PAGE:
Letter to W. D. Fox, 7 July 1837, referring to his Journal of Researches. In F. Burkhardt and S. Smith (eds), The Correspondence of Charles Darwin 1837-1843 (1986), Vol. 2, 29.
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In July [1837] opened first note-book on Transmutation of Species. Had been greatly struck from about the month of previous March on character of South American fossils, and species on Galapagos Archipelago. These facts (especially latter), origin of all my views.
— Charles Darwin
In Francis Darwin (ed.), The Life and Letters of Charles Darwin, Including an Autobiographical Chapter (1888), Vol. 1, 276.
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It may be conceit, but I believe the subject will interest the public, and I am sure that the views are original.
— Charles Darwin
Letter to his publisher, John Murray (5 Apr 1959). In Charles Darwin and Francis Darwin (ed.), The Life and Letters of Charles Darwin (1887), Vol. 2, 155.
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My books have sold largely in England, have been translated into many languages, and passed through several editions in foreign countries. I have heard it said that the success of a work abroad is the best test of its enduring value. I doubt whether this is at all trustworthy; but judged by this standard my name ought to last for a few years.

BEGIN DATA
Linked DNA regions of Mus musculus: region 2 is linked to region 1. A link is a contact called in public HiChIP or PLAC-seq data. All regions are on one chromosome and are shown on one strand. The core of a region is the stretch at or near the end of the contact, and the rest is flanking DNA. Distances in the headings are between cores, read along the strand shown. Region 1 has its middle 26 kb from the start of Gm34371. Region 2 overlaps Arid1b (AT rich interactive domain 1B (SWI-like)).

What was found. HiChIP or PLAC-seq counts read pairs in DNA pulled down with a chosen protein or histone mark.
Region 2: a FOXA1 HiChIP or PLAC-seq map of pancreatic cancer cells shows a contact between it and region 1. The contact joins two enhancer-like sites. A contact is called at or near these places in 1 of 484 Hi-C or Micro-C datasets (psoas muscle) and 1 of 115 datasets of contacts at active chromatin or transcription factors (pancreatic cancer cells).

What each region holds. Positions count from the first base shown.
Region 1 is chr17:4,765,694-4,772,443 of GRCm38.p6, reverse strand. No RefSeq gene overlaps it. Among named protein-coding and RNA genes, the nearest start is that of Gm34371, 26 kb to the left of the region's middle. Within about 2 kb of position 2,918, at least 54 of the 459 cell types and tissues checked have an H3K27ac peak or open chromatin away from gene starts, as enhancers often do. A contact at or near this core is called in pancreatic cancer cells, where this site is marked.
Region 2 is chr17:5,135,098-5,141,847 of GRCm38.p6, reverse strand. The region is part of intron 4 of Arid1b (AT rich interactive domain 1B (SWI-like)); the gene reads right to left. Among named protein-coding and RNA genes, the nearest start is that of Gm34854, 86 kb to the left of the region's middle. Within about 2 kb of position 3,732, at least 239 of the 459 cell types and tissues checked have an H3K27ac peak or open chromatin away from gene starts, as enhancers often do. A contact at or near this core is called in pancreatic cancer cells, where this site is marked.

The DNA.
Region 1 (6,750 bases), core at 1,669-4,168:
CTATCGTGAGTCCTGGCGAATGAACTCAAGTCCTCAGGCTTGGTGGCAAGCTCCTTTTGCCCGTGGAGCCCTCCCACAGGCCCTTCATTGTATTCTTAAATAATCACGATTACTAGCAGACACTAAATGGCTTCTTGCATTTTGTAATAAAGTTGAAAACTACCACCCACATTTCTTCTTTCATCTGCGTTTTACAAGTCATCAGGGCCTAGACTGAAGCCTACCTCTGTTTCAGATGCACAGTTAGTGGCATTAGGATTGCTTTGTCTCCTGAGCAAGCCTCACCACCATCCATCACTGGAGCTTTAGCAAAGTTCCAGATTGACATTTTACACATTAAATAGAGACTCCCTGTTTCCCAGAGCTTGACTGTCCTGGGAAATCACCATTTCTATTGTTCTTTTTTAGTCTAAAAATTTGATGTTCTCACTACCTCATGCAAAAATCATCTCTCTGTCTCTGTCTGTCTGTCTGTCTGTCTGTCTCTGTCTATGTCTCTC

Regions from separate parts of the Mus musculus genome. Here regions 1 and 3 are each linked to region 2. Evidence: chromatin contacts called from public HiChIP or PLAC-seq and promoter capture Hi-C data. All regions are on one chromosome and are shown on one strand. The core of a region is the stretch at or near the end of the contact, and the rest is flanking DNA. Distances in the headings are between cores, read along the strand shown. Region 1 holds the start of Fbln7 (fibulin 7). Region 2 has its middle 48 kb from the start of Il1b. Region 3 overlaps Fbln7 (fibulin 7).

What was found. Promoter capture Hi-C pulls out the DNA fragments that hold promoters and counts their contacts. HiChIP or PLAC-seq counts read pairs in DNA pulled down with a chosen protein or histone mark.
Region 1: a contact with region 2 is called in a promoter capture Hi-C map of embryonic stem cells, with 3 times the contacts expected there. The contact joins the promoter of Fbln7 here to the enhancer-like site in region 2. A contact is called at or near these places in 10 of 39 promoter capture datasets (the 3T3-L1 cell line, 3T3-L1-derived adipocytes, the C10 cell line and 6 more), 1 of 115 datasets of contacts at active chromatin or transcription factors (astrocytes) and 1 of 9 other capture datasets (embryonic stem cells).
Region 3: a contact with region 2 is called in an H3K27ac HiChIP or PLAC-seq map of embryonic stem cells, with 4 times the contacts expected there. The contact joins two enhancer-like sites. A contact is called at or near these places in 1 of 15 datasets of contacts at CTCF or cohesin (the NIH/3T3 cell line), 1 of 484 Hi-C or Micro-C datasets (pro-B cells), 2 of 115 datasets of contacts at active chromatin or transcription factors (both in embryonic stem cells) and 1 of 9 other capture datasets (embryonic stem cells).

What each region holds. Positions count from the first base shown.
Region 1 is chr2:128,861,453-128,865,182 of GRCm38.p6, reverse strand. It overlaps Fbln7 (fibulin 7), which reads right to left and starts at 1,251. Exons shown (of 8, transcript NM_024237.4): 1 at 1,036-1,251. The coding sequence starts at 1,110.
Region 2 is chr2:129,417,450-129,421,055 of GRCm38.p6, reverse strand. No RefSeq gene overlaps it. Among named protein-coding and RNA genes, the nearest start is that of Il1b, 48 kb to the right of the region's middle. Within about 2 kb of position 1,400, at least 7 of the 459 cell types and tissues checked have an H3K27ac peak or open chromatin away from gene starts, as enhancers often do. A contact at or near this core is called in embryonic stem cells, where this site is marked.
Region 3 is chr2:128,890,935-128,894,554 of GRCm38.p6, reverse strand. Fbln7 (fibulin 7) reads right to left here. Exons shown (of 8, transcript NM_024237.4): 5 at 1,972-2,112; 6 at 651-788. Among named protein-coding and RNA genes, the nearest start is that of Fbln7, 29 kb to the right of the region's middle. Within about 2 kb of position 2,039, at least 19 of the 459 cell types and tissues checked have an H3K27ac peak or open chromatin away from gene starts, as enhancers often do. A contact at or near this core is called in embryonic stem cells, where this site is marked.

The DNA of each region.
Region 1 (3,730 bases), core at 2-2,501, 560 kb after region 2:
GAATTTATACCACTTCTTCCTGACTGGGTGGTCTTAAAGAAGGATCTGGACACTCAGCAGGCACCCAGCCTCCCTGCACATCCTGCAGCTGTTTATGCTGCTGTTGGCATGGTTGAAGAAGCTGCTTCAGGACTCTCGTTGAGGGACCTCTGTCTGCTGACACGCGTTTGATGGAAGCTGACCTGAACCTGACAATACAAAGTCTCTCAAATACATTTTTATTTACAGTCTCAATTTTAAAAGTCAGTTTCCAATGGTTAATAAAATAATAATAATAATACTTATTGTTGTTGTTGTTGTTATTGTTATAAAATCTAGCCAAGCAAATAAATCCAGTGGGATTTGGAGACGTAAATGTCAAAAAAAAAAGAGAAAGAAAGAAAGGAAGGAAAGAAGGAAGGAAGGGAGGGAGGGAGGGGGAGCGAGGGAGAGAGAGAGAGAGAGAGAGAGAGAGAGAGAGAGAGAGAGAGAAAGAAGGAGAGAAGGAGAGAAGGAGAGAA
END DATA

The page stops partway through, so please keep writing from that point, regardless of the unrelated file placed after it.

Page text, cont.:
— Charles Darwin
The Life and Letters of Charles Darwin (1896), 81-82.
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Nothing before had ever made me thoroughly realise, though I had read various scientific books, that science consists in grouping facts so that general laws or conclusions may be drawn from them.
— Charles Darwin
In Charles Darwin and Francis Darwin (ed.), Chap. 2, 'Autobiography', The Life and Letters of Charles Darwin: Including an Autobiographical Chapter (1887), Vol. 1, 48.
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This is the question
Marry
Children—(if it Please God)—Constant companion (& friend in old age) who will feel interested in one—object to be beloved and played with—better than a dog anyhow. Home, & someone to take care of house—Charms of music and female chit-chat.—These things good for one’s health.—but terrible loss of time.—
My God, it is Intolerable to think of spending ones whole life, like a neuter bee, working, working—& nothing after all.—No, no, won’t do. Imagine living all one’s day solitary in smoky dirty London House.—Only picture to yourself a nice soft wife on a sofa with good fire, & books & music perhaps-—Compare this vision with the dingy reality of Grt. Marlbro’ Street.
Not Marry
Freedom to go where one liked—choice of Society and little of it. —Conversation of clever men at clubs—Not forced to visit relatives, & to bend in every trifle. —to have the expense and anxiety of children—perhaps quarreling—Loss of time. —cannot read in the Evenings—fatness & idleness—Anxiety & responsibility—less money for books &c—if many children forced to gain one’s bread. —(but then it is very bad for ones health to work too much)